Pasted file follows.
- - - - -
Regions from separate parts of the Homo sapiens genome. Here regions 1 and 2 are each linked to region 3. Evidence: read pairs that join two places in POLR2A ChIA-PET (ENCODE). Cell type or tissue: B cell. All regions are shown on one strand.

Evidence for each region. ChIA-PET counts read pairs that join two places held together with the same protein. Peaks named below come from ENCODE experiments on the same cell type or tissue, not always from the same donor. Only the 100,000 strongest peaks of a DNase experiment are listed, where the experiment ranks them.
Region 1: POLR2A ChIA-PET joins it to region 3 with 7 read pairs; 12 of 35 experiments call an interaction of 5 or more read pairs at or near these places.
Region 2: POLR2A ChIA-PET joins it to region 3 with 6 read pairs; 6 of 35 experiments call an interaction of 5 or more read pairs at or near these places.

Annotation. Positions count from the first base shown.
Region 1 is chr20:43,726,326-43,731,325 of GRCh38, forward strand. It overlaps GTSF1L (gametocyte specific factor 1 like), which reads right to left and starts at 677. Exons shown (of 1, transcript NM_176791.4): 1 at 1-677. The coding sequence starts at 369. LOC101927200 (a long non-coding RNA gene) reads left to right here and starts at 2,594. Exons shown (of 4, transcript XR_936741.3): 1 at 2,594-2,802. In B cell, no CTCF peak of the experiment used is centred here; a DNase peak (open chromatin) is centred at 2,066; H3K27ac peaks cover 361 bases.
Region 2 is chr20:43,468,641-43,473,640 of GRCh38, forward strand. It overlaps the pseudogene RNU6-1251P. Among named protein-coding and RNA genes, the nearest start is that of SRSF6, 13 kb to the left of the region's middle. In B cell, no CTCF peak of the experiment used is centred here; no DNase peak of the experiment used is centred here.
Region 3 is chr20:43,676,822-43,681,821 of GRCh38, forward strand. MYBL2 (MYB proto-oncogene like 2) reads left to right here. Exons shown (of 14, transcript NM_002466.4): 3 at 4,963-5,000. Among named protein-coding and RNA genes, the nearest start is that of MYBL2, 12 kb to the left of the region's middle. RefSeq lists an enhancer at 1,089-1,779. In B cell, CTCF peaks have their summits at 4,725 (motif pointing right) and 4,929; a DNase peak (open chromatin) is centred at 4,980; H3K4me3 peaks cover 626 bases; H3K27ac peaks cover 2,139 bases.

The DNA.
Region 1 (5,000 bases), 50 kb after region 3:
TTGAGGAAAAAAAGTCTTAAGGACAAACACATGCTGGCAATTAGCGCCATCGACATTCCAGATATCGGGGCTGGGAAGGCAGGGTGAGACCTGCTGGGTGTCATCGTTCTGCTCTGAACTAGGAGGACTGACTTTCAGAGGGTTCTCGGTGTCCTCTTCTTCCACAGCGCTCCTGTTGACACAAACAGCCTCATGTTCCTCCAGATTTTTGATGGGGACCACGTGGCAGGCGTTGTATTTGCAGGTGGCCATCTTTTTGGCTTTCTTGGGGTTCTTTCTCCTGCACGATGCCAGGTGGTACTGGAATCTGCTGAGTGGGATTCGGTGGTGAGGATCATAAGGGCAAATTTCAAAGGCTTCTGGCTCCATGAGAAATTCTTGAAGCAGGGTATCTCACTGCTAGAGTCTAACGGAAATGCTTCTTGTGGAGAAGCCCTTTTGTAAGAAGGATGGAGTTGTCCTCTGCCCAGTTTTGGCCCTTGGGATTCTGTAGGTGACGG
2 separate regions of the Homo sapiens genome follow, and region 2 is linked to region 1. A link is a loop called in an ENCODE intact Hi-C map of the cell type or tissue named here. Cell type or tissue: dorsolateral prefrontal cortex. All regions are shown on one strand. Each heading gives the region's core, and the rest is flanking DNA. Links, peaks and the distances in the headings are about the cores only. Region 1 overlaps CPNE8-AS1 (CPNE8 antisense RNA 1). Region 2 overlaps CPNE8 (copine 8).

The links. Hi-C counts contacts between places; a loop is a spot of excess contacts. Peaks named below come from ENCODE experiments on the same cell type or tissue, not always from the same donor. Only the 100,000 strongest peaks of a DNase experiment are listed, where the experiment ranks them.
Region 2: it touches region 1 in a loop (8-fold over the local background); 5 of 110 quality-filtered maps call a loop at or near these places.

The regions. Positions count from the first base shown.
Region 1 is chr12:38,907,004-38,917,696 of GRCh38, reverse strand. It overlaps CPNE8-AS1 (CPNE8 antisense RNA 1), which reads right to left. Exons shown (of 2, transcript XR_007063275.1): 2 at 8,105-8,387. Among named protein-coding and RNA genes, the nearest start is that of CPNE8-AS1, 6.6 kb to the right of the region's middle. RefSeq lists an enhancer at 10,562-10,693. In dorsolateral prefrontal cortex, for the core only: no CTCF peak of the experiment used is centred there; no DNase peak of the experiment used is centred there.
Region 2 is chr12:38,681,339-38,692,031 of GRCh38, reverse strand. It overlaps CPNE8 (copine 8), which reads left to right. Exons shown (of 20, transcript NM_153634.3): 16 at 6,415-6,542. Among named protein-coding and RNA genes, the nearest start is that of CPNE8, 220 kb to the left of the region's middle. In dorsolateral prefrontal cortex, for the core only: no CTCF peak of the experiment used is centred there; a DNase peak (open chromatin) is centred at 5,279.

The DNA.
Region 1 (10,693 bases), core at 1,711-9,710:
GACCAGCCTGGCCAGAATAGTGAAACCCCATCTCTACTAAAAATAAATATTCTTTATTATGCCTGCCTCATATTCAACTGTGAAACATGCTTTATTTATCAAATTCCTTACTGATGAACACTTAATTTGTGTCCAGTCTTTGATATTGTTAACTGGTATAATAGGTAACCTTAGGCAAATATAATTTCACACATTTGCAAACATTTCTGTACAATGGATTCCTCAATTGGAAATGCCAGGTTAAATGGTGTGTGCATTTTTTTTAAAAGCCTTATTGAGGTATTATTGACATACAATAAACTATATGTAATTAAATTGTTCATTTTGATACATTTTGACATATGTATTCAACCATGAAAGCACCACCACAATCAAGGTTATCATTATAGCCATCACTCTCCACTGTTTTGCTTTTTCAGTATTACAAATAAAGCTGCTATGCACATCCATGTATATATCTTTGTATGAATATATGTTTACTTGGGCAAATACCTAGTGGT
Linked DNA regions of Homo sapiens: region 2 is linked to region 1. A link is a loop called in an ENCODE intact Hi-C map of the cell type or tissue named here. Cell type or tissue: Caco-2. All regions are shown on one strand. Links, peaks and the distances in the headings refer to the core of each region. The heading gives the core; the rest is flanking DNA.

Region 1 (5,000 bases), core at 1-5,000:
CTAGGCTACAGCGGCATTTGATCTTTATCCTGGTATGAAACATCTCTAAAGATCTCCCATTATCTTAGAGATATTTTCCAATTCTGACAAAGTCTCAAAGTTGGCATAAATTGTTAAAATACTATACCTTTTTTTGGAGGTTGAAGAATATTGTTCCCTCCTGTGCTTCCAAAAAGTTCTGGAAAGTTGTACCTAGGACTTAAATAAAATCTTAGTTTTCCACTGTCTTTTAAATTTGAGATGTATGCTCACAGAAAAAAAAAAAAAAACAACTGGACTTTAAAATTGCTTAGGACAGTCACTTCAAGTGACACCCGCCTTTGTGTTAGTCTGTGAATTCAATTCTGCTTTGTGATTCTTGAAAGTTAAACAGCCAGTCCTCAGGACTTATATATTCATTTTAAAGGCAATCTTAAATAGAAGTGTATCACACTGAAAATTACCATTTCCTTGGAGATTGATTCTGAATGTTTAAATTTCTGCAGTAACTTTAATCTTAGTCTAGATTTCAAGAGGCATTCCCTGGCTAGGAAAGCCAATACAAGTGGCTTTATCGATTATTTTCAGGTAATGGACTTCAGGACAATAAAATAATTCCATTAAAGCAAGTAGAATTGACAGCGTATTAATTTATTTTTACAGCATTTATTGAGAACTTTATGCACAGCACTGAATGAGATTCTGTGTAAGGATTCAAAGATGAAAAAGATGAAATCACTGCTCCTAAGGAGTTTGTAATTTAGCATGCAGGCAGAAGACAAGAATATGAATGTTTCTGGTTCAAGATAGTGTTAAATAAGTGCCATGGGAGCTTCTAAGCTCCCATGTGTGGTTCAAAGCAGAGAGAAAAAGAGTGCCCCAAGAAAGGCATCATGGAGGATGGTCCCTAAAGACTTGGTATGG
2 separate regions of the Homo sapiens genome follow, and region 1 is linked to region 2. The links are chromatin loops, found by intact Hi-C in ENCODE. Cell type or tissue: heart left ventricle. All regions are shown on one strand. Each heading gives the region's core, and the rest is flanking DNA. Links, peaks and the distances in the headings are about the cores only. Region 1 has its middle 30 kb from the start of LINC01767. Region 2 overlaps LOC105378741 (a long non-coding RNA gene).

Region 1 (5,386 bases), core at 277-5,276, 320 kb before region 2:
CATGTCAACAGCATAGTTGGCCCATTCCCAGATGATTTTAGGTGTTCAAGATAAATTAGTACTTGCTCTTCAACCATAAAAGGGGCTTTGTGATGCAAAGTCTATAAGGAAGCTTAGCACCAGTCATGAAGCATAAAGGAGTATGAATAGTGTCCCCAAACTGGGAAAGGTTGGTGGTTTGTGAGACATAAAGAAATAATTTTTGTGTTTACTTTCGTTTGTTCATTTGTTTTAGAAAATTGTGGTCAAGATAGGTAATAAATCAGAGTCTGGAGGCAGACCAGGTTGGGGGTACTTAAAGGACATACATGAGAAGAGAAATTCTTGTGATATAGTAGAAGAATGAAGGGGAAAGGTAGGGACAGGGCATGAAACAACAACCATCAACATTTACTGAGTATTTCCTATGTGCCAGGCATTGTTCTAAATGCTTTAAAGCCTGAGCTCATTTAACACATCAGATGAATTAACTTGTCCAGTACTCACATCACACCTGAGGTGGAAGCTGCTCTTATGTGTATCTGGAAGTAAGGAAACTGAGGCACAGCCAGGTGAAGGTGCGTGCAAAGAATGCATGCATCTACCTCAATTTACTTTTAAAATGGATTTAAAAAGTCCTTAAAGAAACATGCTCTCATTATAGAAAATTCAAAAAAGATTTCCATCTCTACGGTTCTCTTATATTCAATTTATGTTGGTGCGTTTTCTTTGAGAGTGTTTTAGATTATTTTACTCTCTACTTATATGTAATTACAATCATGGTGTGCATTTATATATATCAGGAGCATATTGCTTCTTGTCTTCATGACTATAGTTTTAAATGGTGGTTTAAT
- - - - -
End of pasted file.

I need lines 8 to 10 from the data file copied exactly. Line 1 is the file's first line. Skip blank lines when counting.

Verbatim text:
Region 3 is chr20:43,676,822-43,681,821 of GRCh38, forward strand. MYBL2 (MYB proto-oncogene like 2) reads left to right here. Exons shown (of 14, transcript NM_002466.4): 3 at 4,963-5,000. Among named protein-coding and RNA genes, the nearest start is that of MYBL2, 12 kb to the left of the region's middle. RefSeq lists an enhancer at 1,089-1,779. In B cell, CTCF peaks have their summits at 4,725 (motif pointing right) and 4,929; a DNase peak (open chromatin) is centred at 4,980; H3K4me3 peaks cover 626 bases; H3K27ac peaks cover 2,139 bases.

The DNA.
Region 1 (5,000 bases), 50 kb after region 3: